Because of the DRT reticle, Spitfire takes the crown as the winner in this category.
Let’s now address the ultimate question that all shooters are concerned about: Can these optics resist adverse weather conditions and recoil? I am going to specifically tackle this query in this category.
Strikefire has weatherproof construction similar to many high-end scopes (and almost all Vortex products) because of specific purging and sealing techniques. Functionality against water and fog is guaranteed, and the scope’s chassis is composed of a sturdy aluminum alloy. This further solidifies it as a superior tactical tool by giving it some excellent shock protection.
Additionally, the aluminum alloy gives it excellent stability even with weapons that have strong recoil. You can easily use this with your arsenal’s most potent guns.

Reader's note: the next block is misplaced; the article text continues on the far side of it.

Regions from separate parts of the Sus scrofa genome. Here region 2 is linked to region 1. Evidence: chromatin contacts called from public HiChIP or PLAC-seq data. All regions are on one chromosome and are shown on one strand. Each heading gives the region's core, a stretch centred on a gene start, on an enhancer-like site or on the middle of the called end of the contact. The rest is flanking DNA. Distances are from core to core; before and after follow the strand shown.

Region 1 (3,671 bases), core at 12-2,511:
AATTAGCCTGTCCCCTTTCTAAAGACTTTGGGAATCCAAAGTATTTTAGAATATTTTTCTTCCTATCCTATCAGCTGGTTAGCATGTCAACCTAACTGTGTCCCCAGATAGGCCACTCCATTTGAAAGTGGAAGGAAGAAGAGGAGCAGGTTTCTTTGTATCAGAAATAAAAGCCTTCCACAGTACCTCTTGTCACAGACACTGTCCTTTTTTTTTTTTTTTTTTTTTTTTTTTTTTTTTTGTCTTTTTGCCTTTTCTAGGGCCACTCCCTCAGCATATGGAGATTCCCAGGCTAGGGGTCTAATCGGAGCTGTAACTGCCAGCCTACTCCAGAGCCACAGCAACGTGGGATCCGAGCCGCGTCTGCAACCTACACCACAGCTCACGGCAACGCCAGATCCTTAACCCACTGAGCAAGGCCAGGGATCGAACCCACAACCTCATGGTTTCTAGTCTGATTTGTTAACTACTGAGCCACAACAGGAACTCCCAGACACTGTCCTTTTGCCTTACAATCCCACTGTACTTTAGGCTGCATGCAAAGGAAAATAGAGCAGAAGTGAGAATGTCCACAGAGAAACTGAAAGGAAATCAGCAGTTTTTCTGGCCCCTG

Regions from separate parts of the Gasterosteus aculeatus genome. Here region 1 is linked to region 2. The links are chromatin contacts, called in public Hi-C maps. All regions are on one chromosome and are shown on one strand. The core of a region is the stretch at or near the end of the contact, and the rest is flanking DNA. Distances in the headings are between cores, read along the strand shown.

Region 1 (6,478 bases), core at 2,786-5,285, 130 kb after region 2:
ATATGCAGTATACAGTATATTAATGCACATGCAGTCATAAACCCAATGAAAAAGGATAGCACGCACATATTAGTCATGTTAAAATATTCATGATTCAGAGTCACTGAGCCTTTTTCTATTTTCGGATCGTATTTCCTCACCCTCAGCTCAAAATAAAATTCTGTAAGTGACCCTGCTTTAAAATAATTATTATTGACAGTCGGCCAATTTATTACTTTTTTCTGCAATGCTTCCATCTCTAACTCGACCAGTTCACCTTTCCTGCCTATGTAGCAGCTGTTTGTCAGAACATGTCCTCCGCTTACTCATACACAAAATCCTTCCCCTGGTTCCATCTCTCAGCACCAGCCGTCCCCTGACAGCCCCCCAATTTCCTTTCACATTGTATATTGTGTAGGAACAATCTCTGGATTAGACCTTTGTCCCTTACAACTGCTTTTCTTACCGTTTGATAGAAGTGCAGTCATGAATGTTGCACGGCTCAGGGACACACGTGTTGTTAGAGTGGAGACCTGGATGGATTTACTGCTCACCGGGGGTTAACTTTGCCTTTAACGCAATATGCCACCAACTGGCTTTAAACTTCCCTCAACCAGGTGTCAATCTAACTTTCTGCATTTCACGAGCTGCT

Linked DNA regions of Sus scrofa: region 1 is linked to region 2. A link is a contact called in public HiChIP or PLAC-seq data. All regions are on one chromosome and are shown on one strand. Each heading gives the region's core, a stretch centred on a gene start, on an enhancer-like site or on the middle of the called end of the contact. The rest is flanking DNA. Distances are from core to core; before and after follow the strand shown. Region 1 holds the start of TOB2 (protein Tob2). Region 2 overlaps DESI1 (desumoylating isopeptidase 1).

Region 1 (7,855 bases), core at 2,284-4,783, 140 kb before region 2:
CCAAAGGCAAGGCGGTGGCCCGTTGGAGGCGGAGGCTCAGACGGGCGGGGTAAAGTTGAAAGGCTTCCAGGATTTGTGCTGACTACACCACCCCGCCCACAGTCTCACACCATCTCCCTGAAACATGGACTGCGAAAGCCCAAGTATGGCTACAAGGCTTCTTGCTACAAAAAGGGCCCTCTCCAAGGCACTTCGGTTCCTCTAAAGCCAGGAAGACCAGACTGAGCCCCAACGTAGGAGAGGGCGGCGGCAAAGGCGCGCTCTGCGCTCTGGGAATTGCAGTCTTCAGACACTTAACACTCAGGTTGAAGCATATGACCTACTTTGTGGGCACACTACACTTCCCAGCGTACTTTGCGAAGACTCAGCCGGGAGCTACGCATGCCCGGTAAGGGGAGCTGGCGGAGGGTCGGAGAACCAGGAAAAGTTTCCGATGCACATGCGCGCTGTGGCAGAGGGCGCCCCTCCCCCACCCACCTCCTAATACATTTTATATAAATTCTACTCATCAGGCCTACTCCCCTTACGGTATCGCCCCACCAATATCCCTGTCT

The Spitfire Prism Scope is durable and resilient, built on a small, light, single-piece aluminum frame that can endure impact and recoil. A durable ArmorTek external coating offers defense against dings, grease, and grime, and nitrogen gas purging produces a body that is dustproof and shockproof.
The Vortex Spitfire can operate in temperatures ranging from -22 to 122 degrees Fahrenheit, ensuring that your rifle and scope will last no matter what anyone throws at you.
It is quite difficult to choose a winner in this category because both optics are so evenly matched in terms of durability, so I’ll call it a draw.
3. Battery Life and Brightness